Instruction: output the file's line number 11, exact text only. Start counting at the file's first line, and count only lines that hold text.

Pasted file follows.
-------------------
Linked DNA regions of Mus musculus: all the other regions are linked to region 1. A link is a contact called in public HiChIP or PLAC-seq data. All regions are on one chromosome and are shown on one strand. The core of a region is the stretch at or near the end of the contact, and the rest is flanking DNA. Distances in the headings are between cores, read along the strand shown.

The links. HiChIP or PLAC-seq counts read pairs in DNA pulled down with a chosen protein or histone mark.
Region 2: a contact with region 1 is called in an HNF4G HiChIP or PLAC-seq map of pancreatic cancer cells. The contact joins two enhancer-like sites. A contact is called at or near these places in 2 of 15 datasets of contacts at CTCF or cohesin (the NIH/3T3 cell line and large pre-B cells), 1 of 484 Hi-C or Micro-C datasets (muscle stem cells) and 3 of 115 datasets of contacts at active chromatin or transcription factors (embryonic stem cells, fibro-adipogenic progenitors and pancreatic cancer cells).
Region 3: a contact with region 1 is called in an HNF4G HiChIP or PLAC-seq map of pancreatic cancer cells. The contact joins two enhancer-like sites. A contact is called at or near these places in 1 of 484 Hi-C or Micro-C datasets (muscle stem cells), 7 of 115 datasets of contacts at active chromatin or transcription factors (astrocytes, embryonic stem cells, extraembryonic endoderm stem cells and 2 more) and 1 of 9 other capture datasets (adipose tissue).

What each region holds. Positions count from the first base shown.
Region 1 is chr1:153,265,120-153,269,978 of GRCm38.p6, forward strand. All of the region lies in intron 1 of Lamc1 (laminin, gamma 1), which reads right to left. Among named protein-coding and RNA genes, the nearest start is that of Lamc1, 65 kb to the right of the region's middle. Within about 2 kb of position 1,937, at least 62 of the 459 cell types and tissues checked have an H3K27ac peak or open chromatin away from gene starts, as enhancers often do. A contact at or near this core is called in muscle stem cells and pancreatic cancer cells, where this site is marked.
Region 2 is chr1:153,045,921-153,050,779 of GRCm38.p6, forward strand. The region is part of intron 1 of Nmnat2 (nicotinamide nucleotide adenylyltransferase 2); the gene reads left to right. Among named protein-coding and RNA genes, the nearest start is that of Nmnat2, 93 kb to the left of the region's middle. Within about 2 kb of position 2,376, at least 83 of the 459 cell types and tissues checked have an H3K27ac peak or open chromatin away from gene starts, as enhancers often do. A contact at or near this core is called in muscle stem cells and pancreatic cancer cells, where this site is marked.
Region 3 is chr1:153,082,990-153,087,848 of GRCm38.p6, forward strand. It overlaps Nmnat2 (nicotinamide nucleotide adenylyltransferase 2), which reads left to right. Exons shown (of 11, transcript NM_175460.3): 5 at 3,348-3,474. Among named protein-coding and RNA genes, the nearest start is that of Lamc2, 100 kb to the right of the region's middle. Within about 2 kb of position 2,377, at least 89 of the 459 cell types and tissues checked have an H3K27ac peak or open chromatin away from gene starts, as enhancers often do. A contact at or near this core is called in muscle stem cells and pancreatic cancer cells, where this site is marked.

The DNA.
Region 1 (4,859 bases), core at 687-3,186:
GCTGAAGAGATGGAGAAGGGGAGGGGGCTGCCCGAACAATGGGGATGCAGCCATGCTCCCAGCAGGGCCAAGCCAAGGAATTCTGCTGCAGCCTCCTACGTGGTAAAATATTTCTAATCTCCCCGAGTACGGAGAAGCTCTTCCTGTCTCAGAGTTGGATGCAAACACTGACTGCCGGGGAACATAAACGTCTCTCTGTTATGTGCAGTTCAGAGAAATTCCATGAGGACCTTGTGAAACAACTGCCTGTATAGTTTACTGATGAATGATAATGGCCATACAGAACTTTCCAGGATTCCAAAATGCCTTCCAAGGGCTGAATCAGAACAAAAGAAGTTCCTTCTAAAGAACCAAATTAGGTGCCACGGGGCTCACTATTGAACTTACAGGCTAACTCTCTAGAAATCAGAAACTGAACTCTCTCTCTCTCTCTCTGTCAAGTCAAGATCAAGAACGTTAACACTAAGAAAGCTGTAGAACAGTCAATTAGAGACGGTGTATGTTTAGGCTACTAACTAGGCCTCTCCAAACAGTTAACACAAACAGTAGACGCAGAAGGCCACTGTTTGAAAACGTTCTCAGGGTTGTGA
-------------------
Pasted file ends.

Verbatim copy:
GCTGAAGAGATGGAGAAGGGGAGGGGGCTGCCCGAACAATGGGGATGCAGCCATGCTCCCAGCAGGGCCAAGCCAAGGAATTCTGCTGCAGCCTCCTACGTGGTAAAATATTTCTAATCTCCCCGAGTACGGAGAAGCTCTTCCTGTCTCAGAGTTGGATGCAAACACTGACTGCCGGGGAACATAAACGTCTCTCTGTTATGTGCAGTTCAGAGAAATTCCATGAGGACCTTGTGAAACAACTGCCTGTATAGTTTACTGATGAATGATAATGGCCATACAGAACTTTCCAGGATTCCAAAATGCCTTCCAAGGGCTGAATCAGAACAAAAGAAGTTCCTTCTAAAGAACCAAATTAGGTGCCACGGGGCTCACTATTGAACTTACAGGCTAACTCTCTAGAAATCAGAAACTGAACTCTCTCTCTCTCTCTCTGTCAAGTCAAGATCAAGAACGTTAACACTAAGAAAGCTGTAGAACAGTCAATTAGAGACGGTGTATGTTTAGGCTACTAACTAGGCCTCTCCAAACAGTTAACACAAACAGTAGACGCAGAAGGCCACTGTTTGAAAACGTTCTCAGGGTTGTGA